All you see these days are headlines like “Recession Fears,” “Credit Crisis,” “Recession or Depression?,” “Stock Markets in Tailspin” and so forth. Doom and gloom galore wherever you look.
Where are the optimists? They’re too few and far between, and those who admit to being optimistic more often than not seem delusional. For example, a few days ago, I read an article in “The Wall Street Journal” from an executive at General Motors, no less, who ventured to say that he expected this economic downturn to be short-lived, and who even called for improvements in the automobile industry in the coming quarters. My reaction was, “You gotta be kidding me!”
And then in yesterday’s “The Globe and Mail,” there was a similar voice. It came from the Canadian National Railway Company (CN), which just closed fiscal 2007 with a record profit of $2.2 billion. The company also bravely forecasted just as successful a fiscal 2008, in spite of the wobbling U.S. economy, bloodbath on the global stock markets, and rising energy prices.
Considering the aforementioned doom and gloom galore, investors are likely to be skeptical hearing that anyone is doing well when such economic conditions prevail. I certainly was skeptical, to put it mildly, when I heard that GM was bullish about its 2008 outlook.
But this is what CN’s CEO, Hunter Harrison, said during a conference call with analysts on Tuesday, “I’m looking forward to a real bounce back in 2008, despite some of the things that we read every day.” Harrison added, “[We] expect revenues to grow between six percent and eight percent in 2008, while diluted earnings per share might be in the mid-to-high single digit range.” According to Harrison, CN could end up with seven hundred and fifty million dollars in free cash flow this year.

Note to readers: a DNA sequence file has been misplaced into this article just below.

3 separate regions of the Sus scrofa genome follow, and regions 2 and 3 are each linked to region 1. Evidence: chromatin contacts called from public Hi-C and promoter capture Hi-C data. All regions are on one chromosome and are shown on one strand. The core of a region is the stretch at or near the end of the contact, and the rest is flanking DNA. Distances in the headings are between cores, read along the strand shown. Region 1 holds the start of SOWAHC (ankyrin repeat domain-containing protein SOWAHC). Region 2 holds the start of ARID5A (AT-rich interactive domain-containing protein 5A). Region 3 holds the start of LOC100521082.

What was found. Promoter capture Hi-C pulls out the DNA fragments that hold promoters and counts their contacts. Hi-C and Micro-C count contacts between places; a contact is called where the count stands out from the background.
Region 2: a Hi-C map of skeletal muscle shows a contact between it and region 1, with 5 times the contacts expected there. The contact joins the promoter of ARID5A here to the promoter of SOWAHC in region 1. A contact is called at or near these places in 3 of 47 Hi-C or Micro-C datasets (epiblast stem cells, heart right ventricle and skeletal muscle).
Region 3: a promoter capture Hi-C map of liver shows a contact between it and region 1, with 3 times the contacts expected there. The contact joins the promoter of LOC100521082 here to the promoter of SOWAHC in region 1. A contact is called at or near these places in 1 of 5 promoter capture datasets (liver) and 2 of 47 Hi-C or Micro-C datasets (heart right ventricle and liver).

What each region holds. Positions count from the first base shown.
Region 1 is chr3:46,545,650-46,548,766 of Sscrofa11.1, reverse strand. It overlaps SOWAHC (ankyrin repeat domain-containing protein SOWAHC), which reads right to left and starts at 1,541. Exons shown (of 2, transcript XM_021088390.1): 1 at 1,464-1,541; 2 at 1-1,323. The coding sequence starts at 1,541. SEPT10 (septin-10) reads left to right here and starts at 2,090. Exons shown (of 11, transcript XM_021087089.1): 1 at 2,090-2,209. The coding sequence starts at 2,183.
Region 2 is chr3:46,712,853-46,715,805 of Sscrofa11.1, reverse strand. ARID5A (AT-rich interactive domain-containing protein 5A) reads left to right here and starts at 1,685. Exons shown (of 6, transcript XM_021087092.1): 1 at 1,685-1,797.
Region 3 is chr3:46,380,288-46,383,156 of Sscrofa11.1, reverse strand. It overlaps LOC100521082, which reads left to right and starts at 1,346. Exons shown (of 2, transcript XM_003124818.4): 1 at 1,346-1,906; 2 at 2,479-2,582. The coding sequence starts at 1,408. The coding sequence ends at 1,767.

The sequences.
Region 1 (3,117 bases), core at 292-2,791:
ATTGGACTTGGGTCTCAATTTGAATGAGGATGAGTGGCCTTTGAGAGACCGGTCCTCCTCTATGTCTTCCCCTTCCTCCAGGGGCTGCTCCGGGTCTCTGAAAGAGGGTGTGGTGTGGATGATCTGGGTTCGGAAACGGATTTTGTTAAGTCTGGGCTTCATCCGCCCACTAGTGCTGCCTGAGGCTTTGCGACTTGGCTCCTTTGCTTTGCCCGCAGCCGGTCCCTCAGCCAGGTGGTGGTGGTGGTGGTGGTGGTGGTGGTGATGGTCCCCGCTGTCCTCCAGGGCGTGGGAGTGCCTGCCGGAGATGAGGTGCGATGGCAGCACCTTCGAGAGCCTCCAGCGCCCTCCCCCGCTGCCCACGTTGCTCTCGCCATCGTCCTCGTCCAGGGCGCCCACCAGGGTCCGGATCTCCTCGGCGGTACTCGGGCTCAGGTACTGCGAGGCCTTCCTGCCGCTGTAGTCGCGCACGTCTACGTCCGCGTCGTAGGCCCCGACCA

Harrison bases this forecast on the Canadian dollar maintaining close-to-parity level with the U.S. dollar, rather than repeating the November historic high of US$1.10, as well as the resilience that the company demonstrated last year in spite of certain challenges, such as labor disputes in February and avalanches in March. The icing on the cake was that CN increased its dividend by 10%.
But let’s leave CN’s financial statements aside for the moment. Companies such as CN are, in a way, like barometers of a country’s economic health. For example, as the U.S. housing market took a turn for the worse, CN saw forest-product shipments report a sharp decrease. On the other hand, transportation in categories such as petroleum, chemicals, coal, grain, ore and fertilizers reported sharp increases.
Canada’s economic situation is not nearly as dire as is the situation south of the border. We know that. But the fact that our economy is not in as much pain is not helping Canada’s stock markets much. The boards are still flashing red left, right and center, and the pain is likely to continue through 2008, and probably into 2009, too, in spite of companies like CN defying the force of financial gravity.